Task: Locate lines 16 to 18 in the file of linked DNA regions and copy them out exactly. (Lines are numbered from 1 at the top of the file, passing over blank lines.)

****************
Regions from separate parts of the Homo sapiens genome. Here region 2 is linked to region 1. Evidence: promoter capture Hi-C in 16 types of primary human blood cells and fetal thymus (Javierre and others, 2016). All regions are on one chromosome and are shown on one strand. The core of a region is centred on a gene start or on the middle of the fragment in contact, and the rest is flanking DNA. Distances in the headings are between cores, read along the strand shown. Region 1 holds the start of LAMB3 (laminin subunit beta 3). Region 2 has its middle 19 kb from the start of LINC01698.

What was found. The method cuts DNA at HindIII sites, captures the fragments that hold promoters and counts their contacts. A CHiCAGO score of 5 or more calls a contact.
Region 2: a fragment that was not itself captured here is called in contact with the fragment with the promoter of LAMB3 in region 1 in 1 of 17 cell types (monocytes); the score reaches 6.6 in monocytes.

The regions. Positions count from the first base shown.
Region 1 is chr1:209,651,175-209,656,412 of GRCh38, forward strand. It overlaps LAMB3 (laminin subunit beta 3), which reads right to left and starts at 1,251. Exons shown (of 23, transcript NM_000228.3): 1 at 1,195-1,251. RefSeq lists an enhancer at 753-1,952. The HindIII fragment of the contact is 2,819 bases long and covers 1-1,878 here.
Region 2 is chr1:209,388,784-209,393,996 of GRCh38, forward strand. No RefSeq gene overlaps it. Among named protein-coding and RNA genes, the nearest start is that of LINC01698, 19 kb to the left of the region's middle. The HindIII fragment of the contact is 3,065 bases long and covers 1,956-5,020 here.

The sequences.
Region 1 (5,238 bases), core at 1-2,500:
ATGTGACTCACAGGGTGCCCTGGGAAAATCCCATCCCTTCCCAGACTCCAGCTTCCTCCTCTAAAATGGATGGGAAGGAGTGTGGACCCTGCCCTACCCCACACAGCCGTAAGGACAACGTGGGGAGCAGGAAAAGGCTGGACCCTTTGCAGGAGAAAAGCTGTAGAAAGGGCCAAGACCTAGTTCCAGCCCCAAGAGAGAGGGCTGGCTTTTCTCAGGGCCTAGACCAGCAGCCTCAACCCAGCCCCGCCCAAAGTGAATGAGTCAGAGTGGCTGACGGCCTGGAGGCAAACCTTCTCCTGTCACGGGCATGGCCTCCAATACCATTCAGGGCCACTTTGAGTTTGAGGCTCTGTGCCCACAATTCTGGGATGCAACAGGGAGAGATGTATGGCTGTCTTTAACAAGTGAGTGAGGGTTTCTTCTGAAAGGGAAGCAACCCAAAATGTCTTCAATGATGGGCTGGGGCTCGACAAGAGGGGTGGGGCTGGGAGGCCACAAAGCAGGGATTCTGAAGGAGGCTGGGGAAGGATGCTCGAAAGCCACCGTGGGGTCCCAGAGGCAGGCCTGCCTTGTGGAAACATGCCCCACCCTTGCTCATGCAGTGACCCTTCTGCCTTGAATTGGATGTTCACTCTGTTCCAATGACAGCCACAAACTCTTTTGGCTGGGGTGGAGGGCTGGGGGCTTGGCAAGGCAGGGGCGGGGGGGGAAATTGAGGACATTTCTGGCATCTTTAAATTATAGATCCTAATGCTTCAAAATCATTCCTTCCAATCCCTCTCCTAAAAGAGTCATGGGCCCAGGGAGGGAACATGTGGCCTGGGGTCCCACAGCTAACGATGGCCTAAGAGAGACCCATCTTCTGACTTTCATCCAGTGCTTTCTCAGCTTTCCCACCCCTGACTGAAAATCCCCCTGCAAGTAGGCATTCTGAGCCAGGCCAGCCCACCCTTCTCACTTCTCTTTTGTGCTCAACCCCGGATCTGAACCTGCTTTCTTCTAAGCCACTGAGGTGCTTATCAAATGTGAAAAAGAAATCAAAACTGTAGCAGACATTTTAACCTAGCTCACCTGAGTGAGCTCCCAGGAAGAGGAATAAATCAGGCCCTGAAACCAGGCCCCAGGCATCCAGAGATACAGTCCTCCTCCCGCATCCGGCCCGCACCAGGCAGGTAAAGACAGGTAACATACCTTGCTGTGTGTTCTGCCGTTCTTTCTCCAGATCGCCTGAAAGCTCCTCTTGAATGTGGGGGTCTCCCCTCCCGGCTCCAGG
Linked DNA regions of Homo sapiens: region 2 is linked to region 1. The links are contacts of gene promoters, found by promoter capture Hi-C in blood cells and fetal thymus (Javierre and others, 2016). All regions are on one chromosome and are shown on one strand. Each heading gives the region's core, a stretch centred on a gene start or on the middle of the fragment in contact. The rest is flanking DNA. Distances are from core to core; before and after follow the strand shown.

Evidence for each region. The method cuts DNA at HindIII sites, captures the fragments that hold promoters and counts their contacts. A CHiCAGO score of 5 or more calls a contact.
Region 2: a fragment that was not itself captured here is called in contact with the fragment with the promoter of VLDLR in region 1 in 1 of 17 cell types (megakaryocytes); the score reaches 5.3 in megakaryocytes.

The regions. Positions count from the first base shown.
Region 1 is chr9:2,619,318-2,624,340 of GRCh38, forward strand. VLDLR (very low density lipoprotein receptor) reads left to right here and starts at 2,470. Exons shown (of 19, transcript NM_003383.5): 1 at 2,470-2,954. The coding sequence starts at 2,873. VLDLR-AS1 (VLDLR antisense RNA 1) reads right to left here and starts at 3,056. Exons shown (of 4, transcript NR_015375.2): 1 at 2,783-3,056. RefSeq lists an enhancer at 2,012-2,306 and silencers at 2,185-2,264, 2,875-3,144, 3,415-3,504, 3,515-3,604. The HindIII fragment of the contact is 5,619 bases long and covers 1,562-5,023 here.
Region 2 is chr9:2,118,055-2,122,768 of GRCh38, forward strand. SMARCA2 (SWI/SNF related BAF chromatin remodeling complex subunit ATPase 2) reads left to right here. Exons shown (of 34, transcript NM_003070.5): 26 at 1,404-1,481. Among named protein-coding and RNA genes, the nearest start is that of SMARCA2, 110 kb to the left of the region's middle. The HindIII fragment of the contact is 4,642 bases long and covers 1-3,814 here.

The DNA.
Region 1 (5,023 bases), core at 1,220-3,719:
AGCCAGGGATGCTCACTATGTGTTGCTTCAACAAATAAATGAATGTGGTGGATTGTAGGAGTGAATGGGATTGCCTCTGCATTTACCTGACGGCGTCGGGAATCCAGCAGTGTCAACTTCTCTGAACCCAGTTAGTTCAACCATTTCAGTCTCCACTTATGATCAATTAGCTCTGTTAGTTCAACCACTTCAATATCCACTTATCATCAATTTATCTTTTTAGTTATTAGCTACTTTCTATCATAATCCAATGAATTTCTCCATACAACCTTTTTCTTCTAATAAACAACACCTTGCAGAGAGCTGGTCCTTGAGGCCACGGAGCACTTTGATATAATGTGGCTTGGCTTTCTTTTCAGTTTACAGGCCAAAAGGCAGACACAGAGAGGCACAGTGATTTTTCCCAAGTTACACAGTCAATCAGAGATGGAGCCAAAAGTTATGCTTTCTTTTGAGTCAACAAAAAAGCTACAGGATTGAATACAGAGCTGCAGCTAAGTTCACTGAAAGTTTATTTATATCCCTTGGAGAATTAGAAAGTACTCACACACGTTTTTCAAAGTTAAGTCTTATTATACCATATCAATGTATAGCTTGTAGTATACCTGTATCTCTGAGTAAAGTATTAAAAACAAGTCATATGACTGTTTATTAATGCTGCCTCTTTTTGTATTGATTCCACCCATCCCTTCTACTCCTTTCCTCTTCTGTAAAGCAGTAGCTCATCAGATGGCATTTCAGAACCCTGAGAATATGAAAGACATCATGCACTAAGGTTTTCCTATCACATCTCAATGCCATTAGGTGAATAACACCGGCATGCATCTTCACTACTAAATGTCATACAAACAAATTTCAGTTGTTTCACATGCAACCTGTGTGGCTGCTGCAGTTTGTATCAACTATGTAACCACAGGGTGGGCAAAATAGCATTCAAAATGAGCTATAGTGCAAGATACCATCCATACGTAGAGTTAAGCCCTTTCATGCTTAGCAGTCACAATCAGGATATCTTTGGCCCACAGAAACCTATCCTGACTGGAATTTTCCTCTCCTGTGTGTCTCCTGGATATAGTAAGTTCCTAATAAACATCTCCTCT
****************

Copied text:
The DNA.
Region 1 (5,023 bases), core at 1,220-3,719:
AGCCAGGGATGCTCACTATGTGTTGCTTCAACAAATAAATGAATGTGGTGGATTGTAGGAGTGAATGGGATTGCCTCTGCATTTACCTGACGGCGTCGGGAATCCAGCAGTGTCAACTTCTCTGAACCCAGTTAGTTCAACCATTTCAGTCTCCACTTATGATCAATTAGCTCTGTTAGTTCAACCACTTCAATATCCACTTATCATCAATTTATCTTTTTAGTTATTAGCTACTTTCTATCATAATCCAATGAATTTCTCCATACAACCTTTTTCTTCTAATAAACAACACCTTGCAGAGAGCTGGTCCTTGAGGCCACGGAGCACTTTGATATAATGTGGCTTGGCTTTCTTTTCAGTTTACAGGCCAAAAGGCAGACACAGAGAGGCACAGTGATTTTTCCCAAGTTACACAGTCAATCAGAGATGGAGCCAAAAGTTATGCTTTCTTTTGAGTCAACAAAAAAGCTACAGGATTGAATACAGAGCTGCAGCTAAGTTCACTGAAAGTTTATTTATATCCCTTGGAGAATTAGAAAGTACTCACACACGTTTTTCAAAGTTAAGTCTTATTATACCATATCAATGTATAGCTTGTAGTATACCTGTATCTCTGAGTAAAGTATTAAAAACAAGTCATATGACTGTTTATTAATGCTGCCTCTTTTTGTATTGATTCCACCCATCCCTTCTACTCCTTTCCTCTTCTGTAAAGCAGTAGCTCATCAGATGGCATTTCAGAACCCTGAGAATATGAAAGACATCATGCACTAAGGTTTTCCTATCACATCTCAATGCCATTAGGTGAATAACACCGGCATGCATCTTCACTACTAAATGTCATACAAACAAATTTCAGTTGTTTCACATGCAACCTGTGTGGCTGCTGCAGTTTGTATCAACTATGTAACCACAGGGTGGGCAAAATAGCATTCAAAATGAGCTATAGTGCAAGATACCATCCATACGTAGAGTTAAGCCCTTTCATGCTTAGCAGTCACAATCAGGATATCTTTGGCCCACAGAAACCTATCCTGACTGGAATTTTCCTCTCCTGTGTGTCTCCTGGATATAGTAAGTTCCTAATAAACATCTCCTCT